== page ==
Thank you to all of you that took the time to vote in Tuesday’s Primary Election. Voters’ across-the-board support of Chamber-endorsed, pro-business candidates gives me confidence that we will continue to have strong allies in public office dedicated to moving the business community forward. Nearly all of our endorsed candidates were successful in their bids to move on to the General Election on Nov. 8.
The importance of taking the time to vote to put strong advocates into office is exemplified by the late Senator Carolyn Allen, who passed away this week at the age of 78. The Scottsdale Republican was well-known in Arizona politics for her mix of a Southern, ladylike demeanor and strong advocacy for issues that were important to her and her constituents.
Today, I am joined in remembering Senator Allen by my friend and colleague Susan Anable, vice president of public and government affairs for Cox Communications. Susan and I both worked as staffers at the Arizona Legislature during Senator Allen’s time there.
(Susan) I remember Senator Allen as a lawmaker that led with her heart. At times, that made her legislative life difficult, especially when her heart led her in a direction opposite of the policy desires of her caucus and her party. For example, in 2010, Senator Allen was the only Republican to vote against the controversial illegal immigration bill SB1070. But that’s how she worked. She felt issues deeply, especially those dealing with people. It put her in some difficult positions in primaries and elections, but she stayed true to who she was.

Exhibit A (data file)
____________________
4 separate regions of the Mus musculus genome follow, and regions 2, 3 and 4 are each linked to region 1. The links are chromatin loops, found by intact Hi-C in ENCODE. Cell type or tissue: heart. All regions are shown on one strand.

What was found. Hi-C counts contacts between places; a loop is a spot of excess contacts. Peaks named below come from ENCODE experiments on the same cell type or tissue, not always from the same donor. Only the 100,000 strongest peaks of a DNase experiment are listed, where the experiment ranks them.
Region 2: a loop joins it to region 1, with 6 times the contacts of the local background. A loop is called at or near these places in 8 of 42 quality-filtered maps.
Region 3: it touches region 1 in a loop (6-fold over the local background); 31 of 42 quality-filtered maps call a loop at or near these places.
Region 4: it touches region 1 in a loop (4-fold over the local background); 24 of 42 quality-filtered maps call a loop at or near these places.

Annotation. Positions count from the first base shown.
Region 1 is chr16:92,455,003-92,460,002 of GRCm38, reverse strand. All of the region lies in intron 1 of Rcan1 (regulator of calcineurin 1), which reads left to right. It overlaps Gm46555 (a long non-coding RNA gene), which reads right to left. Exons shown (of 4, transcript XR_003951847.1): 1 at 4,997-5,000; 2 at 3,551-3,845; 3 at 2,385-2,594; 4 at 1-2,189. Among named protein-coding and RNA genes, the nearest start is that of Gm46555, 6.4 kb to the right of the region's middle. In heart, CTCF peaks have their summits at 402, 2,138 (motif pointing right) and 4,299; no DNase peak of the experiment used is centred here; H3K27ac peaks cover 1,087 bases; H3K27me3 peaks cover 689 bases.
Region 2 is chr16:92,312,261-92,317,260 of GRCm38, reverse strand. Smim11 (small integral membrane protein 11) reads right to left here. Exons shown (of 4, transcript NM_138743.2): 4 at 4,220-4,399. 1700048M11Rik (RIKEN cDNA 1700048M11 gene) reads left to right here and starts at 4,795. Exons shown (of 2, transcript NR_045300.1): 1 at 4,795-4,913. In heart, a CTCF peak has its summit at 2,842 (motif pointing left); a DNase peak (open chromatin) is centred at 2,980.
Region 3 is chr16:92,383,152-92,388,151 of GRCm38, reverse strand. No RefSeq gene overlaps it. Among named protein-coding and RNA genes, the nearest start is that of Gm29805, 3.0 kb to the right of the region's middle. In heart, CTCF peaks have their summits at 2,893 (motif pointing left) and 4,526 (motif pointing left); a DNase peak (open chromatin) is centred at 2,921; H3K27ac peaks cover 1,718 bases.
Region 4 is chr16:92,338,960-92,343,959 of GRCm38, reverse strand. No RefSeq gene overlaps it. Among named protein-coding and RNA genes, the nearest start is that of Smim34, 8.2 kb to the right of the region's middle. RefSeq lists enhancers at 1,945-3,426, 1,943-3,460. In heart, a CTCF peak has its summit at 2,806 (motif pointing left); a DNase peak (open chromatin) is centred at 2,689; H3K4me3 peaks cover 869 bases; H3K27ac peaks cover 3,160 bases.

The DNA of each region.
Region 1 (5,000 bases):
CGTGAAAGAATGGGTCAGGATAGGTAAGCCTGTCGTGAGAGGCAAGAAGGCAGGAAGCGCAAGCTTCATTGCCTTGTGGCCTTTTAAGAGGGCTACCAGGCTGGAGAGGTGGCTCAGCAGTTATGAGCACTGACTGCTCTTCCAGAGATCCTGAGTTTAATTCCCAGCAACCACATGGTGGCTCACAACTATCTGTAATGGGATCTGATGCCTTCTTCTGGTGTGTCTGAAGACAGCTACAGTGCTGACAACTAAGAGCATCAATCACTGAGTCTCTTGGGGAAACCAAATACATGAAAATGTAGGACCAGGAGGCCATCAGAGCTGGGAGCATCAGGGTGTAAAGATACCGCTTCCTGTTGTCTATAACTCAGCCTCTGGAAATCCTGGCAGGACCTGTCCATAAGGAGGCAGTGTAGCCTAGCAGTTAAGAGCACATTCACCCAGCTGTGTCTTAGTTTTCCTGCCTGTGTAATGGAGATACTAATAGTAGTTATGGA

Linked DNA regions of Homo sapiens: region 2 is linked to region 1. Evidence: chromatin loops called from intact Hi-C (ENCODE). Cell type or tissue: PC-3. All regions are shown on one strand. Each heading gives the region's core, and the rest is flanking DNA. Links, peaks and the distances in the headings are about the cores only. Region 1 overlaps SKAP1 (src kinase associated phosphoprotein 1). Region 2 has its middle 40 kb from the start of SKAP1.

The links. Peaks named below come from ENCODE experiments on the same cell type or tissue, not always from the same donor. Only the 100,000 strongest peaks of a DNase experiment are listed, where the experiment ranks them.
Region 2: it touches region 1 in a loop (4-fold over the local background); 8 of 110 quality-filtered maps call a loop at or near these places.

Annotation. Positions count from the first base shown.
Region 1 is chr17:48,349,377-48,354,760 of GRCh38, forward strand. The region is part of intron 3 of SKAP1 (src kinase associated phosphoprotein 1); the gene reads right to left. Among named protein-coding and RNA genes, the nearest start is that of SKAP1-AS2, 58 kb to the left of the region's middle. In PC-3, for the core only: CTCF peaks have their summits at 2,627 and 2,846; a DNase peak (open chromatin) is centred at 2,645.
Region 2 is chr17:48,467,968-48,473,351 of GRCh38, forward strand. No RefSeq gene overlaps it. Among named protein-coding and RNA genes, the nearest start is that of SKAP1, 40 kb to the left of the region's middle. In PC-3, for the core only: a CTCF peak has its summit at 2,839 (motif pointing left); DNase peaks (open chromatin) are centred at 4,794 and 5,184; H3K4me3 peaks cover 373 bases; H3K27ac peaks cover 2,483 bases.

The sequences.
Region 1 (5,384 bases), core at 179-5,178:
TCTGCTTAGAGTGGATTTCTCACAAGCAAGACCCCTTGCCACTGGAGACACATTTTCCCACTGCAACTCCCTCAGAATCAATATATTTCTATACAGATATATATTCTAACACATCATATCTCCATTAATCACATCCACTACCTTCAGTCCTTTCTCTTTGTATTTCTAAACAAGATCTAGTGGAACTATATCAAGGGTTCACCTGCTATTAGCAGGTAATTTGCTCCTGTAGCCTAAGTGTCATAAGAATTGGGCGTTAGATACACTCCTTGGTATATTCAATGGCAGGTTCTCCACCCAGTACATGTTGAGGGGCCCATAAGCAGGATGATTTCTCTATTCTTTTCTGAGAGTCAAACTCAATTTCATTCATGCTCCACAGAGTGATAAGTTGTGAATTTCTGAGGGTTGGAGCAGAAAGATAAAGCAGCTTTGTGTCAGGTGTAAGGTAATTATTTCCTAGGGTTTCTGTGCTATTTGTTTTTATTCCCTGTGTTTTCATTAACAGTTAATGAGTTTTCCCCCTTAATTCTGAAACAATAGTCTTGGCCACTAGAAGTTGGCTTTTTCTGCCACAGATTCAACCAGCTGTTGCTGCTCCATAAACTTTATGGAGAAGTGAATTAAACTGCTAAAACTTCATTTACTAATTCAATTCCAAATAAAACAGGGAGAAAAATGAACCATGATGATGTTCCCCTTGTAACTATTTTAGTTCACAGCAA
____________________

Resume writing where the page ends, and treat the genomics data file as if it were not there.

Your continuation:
(Todd) I first met Senator Allen while serving as a House legislative research staffer in the early 2000s. As a staffer, your job is to help lawmakers achieve their policy goals. When lawmakers have a firm idea of their policy goals and provide a path to achieve them, assisting them in those pursuits is much clearer. Senator Allen approached lawmaking in that fashion. She treated us with respect and had high expectations. We strived to meet those expectations and got better because of it.
(Susan) Her calling really was that of an activist, which she used to be an effective lawmaker. If she felt passionately about something, she would not only find her allies and activate them, but she would also reach out to those on the other side to engage them in the solution. She was an excellent political chess player.
Those skills served her very well in her advocacy for the arts and for open natural spaces. Scottsdale’s McDowell Sonoran Preserve and the Arizona Preserve Initiative are direct results of her perseverance and dedication to preserving Scottsdale’s natural beauty for future generations to enjoy. Right up until her passing, she was still advocating for how the McDowell Sonoran Preserve should be used.
(Todd) After I’d left the Arizona House to work at the Chamber as vice president of public affairs, Senator Allen would still call me down to the Capitol and tell me where she thought the Chamber needed to be on an issue. And although many times we didn’t agree, she was always very kind and saw the situation beyond the politics.
The most important rule in working with Senator Allen was to never underestimate her grit and determination. Those making that mistake soon learned that the exterior of charm and grace was supported by a solid spine and tenacity. She was no shrinking violet.
As we say our final goodbyes to our friend, who enjoyed referring to House Speaker Jake Flake as “Cowboy” when it was time to get to work, we sincerely hope she isn’t the last Carolyn Allen that we get to work with at the Arizona Legislature.